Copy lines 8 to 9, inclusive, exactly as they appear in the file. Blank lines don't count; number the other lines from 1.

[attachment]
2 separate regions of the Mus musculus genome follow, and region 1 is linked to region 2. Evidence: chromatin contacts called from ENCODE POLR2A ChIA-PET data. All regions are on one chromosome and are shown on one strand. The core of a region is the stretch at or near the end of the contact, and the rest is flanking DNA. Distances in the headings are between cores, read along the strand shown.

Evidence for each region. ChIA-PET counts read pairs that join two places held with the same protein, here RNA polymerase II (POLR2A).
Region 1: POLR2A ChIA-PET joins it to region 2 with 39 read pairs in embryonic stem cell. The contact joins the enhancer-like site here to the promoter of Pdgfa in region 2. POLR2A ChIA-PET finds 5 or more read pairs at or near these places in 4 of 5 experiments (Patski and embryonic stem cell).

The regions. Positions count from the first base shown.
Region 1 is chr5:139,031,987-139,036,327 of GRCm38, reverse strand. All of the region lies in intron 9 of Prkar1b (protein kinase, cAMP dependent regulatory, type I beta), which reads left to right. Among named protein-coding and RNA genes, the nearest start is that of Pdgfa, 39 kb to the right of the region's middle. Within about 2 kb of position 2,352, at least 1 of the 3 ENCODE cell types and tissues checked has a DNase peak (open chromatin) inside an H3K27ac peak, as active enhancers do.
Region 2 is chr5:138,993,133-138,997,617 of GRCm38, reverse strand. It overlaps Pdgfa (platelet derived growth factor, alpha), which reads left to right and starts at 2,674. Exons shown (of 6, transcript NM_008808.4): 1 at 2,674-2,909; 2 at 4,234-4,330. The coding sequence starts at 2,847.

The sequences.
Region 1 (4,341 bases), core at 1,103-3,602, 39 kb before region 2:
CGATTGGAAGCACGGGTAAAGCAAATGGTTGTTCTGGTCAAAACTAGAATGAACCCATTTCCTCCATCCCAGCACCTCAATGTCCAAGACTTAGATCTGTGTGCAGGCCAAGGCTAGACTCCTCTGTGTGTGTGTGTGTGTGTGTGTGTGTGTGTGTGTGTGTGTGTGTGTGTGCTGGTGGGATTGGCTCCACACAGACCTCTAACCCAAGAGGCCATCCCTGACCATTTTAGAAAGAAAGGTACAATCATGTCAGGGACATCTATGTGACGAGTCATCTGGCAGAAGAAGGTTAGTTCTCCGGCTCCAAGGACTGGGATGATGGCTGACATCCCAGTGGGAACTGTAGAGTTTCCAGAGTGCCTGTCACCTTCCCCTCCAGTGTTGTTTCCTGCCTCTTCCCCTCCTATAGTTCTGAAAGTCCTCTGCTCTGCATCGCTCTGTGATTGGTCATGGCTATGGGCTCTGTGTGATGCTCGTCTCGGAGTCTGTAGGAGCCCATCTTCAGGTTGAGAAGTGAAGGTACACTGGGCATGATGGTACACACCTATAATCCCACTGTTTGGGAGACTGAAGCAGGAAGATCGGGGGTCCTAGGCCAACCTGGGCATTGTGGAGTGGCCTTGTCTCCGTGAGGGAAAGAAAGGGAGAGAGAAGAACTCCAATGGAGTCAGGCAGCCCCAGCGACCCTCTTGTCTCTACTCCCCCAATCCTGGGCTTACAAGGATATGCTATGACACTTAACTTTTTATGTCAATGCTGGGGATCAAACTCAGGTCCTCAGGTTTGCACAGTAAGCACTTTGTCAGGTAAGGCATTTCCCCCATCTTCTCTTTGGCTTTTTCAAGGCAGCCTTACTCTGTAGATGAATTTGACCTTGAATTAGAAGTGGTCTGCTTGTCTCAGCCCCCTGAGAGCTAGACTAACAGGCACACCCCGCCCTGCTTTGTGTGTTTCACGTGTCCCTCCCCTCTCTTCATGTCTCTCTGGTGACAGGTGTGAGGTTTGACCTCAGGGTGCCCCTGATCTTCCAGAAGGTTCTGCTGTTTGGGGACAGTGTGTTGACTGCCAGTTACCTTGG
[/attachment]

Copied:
Region 1 (4,341 bases), core at 1,103-3,602, 39 kb before region 2:
CGATTGGAAGCACGGGTAAAGCAAATGGTTGTTCTGGTCAAAACTAGAATGAACCCATTTCCTCCATCCCAGCACCTCAATGTCCAAGACTTAGATCTGTGTGCAGGCCAAGGCTAGACTCCTCTGTGTGTGTGTGTGTGTGTGTGTGTGTGTGTGTGTGTGTGTGTGTGTGTGCTGGTGGGATTGGCTCCACACAGACCTCTAACCCAAGAGGCCATCCCTGACCATTTTAGAAAGAAAGGTACAATCATGTCAGGGACATCTATGTGACGAGTCATCTGGCAGAAGAAGGTTAGTTCTCCGGCTCCAAGGACTGGGATGATGGCTGACATCCCAGTGGGAACTGTAGAGTTTCCAGAGTGCCTGTCACCTTCCCCTCCAGTGTTGTTTCCTGCCTCTTCCCCTCCTATAGTTCTGAAAGTCCTCTGCTCTGCATCGCTCTGTGATTGGTCATGGCTATGGGCTCTGTGTGATGCTCGTCTCGGAGTCTGTAGGAGCCCATCTTCAGGTTGAGAAGTGAAGGTACACTGGGCATGATGGTACACACCTATAATCCCACTGTTTGGGAGACTGAAGCAGGAAGATCGGGGGTCCTAGGCCAACCTGGGCATTGTGGAGTGGCCTTGTCTCCGTGAGGGAAAGAAAGGGAGAGAGAAGAACTCCAATGGAGTCAGGCAGCCCCAGCGACCCTCTTGTCTCTACTCCCCCAATCCTGGGCTTACAAGGATATGCTATGACACTTAACTTTTTATGTCAATGCTGGGGATCAAACTCAGGTCCTCAGGTTTGCACAGTAAGCACTTTGTCAGGTAAGGCATTTCCCCCATCTTCTCTTTGGCTTTTTCAAGGCAGCCTTACTCTGTAGATGAATTTGACCTTGAATTAGAAGTGGTCTGCTTGTCTCAGCCCCCTGAGAGCTAGACTAACAGGCACACCCCGCCCTGCTTTGTGTGTTTCACGTGTCCCTCCCCTCTCTTCATGTCTCTCTGGTGACAGGTGTGAGGTTTGACCTCAGGGTGCCCCTGATCTTCCAGAAGGTTCTGCTGTTTGGGGACAGTGTGTTGACTGCCAGTTACCTTGG